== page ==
Venezuela: Still on the brink

Nothing to see here.

The recent move by the ChA?vez administration to shut down cable TV channels has called down harsh criticism from basically everyone: Human Rights Watch, Reporters Without Borders, the Organization of American States, hell, even France. What will happen as a result is approximately nothing. The international community (excepting the King of Spain) lacks the cojones to take on ChA?vez in the kind of international diplomatic games of chicken that he lives for.

Of course, ChA?vez still has plenty to worry about. Power and water rationing are angering basically everyone, a 50% devaluation of the bolivar is going to cause inflation to fly even higher (it’s already the highest in the region), soaring crime means Venezuela has the second highest murder rate in the world, and the price of oil has been falling all year even as ChA?vez continues to give the stuff away to buddy countries.

With legislative elections coming up in September, it’s no wonder ChA?vez is stepping up his efforts to silence the media. Even a perfectly objective reporter would have to write or speak some incredibly negative things about the performance of the ChA?vez administration. The last 10 years have been quite frankly disastrous, even though some of the country’s extreme poor are supposedly better off thanks to expanded social spending.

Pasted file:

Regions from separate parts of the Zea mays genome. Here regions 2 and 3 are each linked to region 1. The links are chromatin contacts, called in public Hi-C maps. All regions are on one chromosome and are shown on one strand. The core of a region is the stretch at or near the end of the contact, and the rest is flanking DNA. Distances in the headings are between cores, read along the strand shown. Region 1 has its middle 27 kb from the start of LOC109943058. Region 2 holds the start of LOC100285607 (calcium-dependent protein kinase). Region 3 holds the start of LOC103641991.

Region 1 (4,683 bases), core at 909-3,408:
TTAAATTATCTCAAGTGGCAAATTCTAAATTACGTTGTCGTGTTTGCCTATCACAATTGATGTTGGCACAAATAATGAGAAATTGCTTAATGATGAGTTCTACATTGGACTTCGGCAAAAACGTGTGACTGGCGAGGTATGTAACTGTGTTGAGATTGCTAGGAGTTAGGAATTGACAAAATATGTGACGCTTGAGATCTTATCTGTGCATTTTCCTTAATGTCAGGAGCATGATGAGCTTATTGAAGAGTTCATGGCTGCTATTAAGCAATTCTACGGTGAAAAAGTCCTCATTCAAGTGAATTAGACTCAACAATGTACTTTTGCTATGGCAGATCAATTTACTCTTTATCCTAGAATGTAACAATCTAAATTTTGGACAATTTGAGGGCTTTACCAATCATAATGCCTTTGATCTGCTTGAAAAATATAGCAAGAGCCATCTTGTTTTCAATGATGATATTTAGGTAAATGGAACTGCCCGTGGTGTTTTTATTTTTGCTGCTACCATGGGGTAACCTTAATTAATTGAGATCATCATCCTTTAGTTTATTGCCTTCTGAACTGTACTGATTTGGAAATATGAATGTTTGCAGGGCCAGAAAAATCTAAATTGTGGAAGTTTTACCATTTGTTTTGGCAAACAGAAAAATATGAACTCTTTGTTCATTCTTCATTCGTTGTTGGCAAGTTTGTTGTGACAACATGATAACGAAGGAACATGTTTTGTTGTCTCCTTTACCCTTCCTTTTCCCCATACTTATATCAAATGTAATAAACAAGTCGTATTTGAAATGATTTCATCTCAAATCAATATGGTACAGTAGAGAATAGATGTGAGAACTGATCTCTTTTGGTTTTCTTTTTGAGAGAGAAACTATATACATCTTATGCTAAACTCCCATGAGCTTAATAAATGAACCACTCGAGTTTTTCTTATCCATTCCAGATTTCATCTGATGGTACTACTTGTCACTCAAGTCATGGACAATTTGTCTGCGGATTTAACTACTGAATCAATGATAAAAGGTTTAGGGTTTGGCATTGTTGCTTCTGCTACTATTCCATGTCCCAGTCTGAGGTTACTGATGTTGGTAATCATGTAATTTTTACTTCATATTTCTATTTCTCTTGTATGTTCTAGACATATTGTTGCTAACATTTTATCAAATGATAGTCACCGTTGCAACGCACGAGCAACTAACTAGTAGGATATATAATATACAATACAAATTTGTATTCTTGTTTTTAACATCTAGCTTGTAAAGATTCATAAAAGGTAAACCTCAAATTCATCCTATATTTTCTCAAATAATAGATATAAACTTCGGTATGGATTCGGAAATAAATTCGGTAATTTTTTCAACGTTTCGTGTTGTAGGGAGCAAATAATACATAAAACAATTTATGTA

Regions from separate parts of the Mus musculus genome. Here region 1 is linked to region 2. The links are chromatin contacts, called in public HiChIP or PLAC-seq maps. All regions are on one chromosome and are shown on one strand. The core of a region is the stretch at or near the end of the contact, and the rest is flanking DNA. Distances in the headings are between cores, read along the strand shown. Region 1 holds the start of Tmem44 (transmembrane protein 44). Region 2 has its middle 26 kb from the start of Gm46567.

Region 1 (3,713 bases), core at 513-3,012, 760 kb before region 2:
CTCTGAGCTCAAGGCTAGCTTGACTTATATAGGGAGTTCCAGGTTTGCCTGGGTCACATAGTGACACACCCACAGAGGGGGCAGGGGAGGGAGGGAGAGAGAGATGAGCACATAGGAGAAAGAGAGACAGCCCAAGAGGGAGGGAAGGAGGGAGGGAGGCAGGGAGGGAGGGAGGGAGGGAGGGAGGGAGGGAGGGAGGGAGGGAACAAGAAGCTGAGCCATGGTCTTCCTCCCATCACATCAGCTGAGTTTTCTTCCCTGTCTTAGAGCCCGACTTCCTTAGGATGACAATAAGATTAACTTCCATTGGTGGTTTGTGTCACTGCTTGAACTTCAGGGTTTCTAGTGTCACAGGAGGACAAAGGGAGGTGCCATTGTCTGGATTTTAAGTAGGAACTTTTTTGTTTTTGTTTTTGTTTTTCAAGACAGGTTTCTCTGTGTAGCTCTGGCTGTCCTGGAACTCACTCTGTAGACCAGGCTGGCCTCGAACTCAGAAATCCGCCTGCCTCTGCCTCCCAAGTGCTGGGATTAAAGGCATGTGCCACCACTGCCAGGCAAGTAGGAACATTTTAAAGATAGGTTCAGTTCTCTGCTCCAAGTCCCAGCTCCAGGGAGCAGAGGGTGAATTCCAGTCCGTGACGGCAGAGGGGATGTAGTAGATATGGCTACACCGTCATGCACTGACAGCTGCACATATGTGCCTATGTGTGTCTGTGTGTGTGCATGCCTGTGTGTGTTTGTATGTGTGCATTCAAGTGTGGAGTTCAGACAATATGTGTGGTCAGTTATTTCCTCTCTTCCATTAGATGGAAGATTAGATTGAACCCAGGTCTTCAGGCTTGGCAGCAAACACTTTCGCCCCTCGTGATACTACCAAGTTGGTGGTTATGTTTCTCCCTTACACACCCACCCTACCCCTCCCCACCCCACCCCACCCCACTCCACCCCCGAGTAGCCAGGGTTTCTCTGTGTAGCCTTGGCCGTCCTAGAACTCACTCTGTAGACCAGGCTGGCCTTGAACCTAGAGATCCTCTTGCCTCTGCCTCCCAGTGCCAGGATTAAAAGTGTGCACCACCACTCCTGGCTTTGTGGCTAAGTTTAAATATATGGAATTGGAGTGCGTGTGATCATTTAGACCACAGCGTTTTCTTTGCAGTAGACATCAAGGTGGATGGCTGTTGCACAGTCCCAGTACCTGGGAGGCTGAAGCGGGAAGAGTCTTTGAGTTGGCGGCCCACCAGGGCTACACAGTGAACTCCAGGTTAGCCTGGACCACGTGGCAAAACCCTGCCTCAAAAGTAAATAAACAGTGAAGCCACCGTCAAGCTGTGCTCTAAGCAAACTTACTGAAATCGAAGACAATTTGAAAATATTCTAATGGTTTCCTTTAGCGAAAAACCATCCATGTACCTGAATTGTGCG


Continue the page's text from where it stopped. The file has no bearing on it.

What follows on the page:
But while it’s good to see people getting angry about ChA?vez’ power grabs and mismanagement, student and popular protests have happened before with no result. Venezuela has seemed to be at the breaking point for years now. The smart money says that these protests will fade as well, and the international community will go back to standing around looking sheepish.

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